London: Coaches finally put World Cup hopefuls out of their misery when they named their final squads for the tournament, shattering some dreams while also handing out the opportunity of a lifetime.
England winger Theo Walcott, surprisingly called up for the 2006 finals aged 17, was unexpectedly left out at home this time as Fabio Capello cut his squad to 23 players on deadline day.
While there were no shock omissions on Tuesday, several ageing big names from previous World Cups had already been cast aside including Netherlands striker Ruud van Nistelrooy, France midfielder Patrick Vieira and Brazil playmaker Ronaldinho.
Injuries have also robbed the tournament of the likes of Ghana`s Michael Essien and England`s David Beckham.
The man who called up Walcott four years ago, Sven-Goran Eriksson, had an emotional day reducing his Ivory Coast squad from 30, eventually chopping experienced players like Bakary Kone, Gilles Yapi Yapo and Emerse Fae.
"It`s always sad when you have to tell seven players they have to go home. It`s not the best part of a manager`s job but it has to be done," a glum-looking Eriksson said after naming his squad for the June 11-July 11 tournament in South Africa.
"From what I have seen of the players, they are all extremely well educated, happy people and they took it as men with style."
While most rejected players had other despondent team mates to commiserate with, Germany defender Andreas Beck had to cope with being the only man axed from their list.
Coach Joachim Loew`s preliminary squad had already been reduced to 24 because of injuries to players such as captain Michael Ballack.
"This decision is indeed very difficult because simply you are sending home a player who had hopes of playing in the tournament and always dreamed of the World Cup," Germany team manager Oliver Bierhoff told reporters before the announcement.
Germany`s Group D opponents Australia were leaving it late to decide their final squad, hoping to find some answers during a 1-0 friendly win over Denmark in Roodepoort, South Africa.
A second-half goal from striker Josh Kennedy secured the victory and coach Pim Verbeek was pleased with the performance even though they spent much of the match on the back foot.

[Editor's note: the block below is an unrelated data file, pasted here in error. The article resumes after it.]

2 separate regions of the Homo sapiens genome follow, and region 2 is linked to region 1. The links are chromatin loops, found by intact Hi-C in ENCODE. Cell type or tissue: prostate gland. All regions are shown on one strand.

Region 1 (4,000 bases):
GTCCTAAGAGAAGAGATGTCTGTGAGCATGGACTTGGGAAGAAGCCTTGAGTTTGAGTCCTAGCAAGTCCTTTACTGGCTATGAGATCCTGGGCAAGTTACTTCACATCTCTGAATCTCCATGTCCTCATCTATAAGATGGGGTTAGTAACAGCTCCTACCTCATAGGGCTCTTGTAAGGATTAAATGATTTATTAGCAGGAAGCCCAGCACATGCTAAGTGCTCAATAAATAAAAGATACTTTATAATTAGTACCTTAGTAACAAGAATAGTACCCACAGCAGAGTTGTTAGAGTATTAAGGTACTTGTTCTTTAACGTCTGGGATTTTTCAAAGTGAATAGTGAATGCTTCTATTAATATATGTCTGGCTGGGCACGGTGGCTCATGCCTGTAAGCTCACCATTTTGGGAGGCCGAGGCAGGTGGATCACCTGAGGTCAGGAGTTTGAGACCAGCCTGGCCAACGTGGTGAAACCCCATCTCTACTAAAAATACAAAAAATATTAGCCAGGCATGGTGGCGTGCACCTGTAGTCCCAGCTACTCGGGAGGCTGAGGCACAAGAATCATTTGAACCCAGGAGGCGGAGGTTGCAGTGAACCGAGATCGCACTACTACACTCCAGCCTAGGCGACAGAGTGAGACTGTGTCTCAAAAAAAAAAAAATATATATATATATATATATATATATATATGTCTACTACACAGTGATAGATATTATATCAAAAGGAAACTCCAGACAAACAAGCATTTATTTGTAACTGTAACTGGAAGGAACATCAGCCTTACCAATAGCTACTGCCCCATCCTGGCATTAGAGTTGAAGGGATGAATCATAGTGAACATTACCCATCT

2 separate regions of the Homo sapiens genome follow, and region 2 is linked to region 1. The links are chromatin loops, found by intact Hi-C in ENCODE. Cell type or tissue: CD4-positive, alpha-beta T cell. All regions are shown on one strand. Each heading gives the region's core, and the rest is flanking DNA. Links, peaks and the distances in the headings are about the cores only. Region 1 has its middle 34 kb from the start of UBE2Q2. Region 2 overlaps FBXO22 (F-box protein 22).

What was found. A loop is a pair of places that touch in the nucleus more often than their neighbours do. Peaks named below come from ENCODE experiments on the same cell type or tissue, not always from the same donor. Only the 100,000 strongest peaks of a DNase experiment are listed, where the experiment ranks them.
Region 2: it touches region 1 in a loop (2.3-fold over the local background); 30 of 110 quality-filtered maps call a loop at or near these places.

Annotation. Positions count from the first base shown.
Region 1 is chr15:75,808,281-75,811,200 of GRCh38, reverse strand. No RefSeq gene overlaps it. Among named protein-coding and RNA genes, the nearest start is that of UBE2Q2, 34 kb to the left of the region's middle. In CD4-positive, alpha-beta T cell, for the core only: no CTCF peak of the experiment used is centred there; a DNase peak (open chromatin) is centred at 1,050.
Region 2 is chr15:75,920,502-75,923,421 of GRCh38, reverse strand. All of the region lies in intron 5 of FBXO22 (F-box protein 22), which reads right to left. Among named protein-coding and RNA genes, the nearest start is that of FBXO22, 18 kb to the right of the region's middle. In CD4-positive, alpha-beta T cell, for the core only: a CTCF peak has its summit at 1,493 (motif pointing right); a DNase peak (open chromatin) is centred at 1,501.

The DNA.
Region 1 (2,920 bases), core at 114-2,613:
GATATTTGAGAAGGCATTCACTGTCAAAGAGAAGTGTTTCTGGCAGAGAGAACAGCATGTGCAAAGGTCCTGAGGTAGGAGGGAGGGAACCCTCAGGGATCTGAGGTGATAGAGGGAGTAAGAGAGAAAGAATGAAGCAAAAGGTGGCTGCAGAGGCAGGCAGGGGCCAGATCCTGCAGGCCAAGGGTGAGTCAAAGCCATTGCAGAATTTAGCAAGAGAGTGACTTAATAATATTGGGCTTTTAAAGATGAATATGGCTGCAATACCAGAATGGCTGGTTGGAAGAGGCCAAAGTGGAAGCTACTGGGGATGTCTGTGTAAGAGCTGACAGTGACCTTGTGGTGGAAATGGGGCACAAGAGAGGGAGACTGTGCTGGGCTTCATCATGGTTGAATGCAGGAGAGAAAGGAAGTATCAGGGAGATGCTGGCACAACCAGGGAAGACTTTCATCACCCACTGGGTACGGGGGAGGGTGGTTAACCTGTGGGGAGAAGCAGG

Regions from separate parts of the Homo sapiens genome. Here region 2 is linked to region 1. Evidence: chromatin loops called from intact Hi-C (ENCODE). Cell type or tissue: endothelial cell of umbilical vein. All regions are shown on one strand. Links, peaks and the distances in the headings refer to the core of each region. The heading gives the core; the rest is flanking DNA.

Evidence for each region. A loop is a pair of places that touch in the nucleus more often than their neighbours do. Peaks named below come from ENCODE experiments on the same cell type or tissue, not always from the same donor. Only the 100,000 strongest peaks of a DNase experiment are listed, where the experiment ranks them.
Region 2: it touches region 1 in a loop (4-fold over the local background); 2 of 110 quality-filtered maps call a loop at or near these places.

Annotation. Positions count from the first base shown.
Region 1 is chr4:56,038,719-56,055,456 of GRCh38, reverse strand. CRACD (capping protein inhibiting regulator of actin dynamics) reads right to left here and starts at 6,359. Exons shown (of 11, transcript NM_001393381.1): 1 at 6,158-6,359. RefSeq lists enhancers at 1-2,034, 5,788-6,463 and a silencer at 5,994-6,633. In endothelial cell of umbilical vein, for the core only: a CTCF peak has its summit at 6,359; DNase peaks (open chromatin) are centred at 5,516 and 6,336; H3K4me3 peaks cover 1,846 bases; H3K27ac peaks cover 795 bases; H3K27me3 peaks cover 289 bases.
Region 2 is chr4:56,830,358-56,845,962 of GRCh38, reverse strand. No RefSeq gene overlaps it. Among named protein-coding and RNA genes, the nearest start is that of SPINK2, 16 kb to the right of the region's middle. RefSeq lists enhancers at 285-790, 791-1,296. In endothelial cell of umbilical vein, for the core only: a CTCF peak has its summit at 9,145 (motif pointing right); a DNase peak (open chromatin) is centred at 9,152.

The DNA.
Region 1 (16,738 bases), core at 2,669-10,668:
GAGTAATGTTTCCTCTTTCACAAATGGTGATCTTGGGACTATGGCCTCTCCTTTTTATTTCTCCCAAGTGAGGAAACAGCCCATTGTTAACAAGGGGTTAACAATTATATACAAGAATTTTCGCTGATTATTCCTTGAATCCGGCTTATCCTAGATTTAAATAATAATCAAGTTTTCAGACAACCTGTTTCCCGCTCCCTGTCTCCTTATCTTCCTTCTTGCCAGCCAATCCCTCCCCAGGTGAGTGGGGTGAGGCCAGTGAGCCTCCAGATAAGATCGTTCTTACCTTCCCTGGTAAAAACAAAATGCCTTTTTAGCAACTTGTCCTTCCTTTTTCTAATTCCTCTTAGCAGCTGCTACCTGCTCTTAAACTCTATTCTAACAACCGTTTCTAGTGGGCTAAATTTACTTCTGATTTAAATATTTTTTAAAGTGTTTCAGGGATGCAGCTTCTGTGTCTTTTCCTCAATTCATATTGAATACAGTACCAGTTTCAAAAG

"We still need time to adjust to the altitude," he said.
France continued their unusual preparations with a mountain bike ride on the French Indian Ocean island of Reunion, with forward Nicolas Anelka surviving a scare after losing his balance and falling off on a slippery road.
Their other team-bonding exercises have included a glacier hike and a dune buggy race, in which defender William Gallas rolled his vehicle over and grazed his hand.
While France opted for creative training, Slovenia coach Matjaz Kek was pondering creative play.
"As far as I am concerned, we can lose all three group matches as long as we play entertaining football to please the crowds and get them on their feet," he told Slovenia`s Ekipa website.
He will be happy to know there will be plenty of fans to entertain, with world soccer`s governing body FIFA saying the number of seats available had jumped by 100,000 to more than three million and 97 percent of those will be sold.
Revised seating plans and allocations had created extra spaces.
"We are getting closer and closer to the best World Cup ever in terms of ticketing which was USA in 1994," FIFA Secretary-General Jerome Valcke told a news conference.
Whether it is the best World Cup remains to be seen but it could well be the noisiest after organisers said there would be no curbing of the raucous vuvuzela fan trumpets despite earlier concerns their din could drown out emergency announcements.
The trumpets sound like a herd of charging elephants but after testing noise levels at the Soccer City stadium in Johannesburg when it was almost full they are here to stay.
"Now the vuvuzela is in this World Cup. It is part of this World Cup," said chief local organiser Danny Jordaan.